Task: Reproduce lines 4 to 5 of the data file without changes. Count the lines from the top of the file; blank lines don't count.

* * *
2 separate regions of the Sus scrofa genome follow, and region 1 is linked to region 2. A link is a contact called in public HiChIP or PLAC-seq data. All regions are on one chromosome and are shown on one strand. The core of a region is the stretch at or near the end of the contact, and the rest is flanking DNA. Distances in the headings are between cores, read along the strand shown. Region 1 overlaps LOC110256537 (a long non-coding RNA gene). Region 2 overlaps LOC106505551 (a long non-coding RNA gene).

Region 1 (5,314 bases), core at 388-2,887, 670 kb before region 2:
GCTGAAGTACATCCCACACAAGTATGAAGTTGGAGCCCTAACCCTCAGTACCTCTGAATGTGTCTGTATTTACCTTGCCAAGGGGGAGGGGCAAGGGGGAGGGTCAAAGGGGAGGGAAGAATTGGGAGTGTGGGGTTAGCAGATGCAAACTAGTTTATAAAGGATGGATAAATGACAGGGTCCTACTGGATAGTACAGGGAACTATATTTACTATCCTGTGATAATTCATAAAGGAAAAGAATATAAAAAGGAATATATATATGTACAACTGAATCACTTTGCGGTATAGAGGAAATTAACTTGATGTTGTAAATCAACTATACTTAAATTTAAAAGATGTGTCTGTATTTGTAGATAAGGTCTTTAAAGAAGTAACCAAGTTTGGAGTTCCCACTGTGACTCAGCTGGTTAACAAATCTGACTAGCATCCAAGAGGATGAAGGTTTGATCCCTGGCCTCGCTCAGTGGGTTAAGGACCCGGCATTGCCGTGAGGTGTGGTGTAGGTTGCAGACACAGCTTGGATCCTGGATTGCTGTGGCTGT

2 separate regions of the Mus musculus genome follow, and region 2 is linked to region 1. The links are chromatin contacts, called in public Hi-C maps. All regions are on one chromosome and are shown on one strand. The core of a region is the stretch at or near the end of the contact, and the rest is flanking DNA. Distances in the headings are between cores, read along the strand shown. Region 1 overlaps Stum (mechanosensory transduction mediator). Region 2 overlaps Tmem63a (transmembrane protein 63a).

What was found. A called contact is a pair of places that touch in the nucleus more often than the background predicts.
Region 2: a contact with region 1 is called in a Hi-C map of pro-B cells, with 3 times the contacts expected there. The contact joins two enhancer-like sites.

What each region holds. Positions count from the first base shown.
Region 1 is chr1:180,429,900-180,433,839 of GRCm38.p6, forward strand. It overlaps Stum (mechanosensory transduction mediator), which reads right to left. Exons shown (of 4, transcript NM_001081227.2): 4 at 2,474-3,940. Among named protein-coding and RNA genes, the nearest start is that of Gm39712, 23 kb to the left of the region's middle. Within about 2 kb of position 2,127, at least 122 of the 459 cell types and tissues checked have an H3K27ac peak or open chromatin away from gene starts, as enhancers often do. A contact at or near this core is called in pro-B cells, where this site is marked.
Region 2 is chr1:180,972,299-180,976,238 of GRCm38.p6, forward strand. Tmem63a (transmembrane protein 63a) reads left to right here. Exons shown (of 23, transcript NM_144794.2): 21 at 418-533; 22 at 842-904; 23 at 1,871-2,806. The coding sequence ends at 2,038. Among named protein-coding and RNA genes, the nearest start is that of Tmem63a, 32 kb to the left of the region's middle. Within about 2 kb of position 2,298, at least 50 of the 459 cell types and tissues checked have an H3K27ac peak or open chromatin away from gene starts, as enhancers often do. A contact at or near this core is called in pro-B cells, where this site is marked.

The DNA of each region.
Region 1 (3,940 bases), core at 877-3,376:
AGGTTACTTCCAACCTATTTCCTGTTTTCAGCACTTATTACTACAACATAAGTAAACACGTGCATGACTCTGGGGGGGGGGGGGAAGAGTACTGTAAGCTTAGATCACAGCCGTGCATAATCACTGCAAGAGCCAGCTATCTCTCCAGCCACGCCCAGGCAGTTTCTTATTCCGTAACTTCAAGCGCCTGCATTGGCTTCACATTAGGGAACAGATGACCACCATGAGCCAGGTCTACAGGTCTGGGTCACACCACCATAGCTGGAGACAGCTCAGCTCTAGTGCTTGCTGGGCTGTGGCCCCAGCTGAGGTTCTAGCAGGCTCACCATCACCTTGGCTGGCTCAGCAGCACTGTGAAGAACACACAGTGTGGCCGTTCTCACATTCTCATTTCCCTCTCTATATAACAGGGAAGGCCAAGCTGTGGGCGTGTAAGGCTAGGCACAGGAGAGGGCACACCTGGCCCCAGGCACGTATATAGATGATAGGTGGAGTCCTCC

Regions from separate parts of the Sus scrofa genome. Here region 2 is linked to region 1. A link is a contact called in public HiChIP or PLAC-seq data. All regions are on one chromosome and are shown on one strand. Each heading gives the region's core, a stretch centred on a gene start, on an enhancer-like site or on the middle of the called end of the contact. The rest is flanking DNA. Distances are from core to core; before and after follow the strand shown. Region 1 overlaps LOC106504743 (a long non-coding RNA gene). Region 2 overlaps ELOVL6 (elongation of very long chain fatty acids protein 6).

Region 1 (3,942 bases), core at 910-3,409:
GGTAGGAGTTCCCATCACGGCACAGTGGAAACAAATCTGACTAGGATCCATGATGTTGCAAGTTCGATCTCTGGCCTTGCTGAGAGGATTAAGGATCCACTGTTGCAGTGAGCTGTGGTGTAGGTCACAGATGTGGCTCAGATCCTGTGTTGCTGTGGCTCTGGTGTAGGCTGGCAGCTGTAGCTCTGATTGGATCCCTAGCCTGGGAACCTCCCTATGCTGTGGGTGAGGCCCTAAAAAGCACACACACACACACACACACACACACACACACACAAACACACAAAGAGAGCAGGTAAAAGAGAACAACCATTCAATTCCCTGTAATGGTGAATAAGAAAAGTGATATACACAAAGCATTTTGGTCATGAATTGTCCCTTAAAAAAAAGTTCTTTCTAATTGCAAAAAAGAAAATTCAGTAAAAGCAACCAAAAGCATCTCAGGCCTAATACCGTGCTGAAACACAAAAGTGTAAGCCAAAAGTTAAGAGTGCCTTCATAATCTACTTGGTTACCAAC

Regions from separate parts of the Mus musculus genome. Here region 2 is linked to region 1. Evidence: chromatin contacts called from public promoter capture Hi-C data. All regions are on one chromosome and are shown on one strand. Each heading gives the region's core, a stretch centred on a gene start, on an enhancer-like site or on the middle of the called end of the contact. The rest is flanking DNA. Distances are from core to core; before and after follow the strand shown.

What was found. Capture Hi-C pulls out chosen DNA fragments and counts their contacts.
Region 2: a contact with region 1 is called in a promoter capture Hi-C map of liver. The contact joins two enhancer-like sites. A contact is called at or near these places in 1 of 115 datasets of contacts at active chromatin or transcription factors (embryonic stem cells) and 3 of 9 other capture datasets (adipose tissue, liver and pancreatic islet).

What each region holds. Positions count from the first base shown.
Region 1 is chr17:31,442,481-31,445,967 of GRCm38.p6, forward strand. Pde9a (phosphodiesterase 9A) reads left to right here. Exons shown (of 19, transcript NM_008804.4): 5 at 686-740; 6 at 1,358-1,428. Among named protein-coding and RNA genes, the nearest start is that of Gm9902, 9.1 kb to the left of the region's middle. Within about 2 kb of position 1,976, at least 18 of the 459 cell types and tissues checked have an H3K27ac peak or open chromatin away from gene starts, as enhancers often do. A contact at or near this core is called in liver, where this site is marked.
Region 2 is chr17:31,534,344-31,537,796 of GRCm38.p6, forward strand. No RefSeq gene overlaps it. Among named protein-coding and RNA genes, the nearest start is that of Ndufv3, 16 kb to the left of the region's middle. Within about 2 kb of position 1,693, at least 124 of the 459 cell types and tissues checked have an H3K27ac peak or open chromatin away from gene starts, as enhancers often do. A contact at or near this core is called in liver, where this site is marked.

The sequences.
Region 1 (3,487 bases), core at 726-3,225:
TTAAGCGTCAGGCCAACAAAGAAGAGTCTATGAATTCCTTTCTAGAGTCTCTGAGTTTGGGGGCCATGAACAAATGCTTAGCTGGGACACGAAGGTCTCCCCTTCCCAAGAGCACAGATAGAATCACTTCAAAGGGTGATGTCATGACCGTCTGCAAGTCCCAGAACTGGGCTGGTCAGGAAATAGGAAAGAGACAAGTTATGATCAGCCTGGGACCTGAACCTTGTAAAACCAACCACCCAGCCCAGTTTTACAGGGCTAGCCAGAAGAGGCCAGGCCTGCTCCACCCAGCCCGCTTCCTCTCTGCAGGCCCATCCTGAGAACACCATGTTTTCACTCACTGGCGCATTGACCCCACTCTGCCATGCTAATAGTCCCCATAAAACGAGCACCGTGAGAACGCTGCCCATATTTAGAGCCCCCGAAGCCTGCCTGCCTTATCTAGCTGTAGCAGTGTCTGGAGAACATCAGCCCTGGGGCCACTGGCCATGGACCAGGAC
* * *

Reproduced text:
2 separate regions of the Mus musculus genome follow, and region 2 is linked to region 1. The links are chromatin contacts, called in public Hi-C maps. All regions are on one chromosome and are shown on one strand. The core of a region is the stretch at or near the end of the contact, and the rest is flanking DNA. Distances in the headings are between cores, read along the strand shown. Region 1 overlaps Stum (mechanosensory transduction mediator). Region 2 overlaps Tmem63a (transmembrane protein 63a).

What was found. A called contact is a pair of places that touch in the nucleus more often than the background predicts.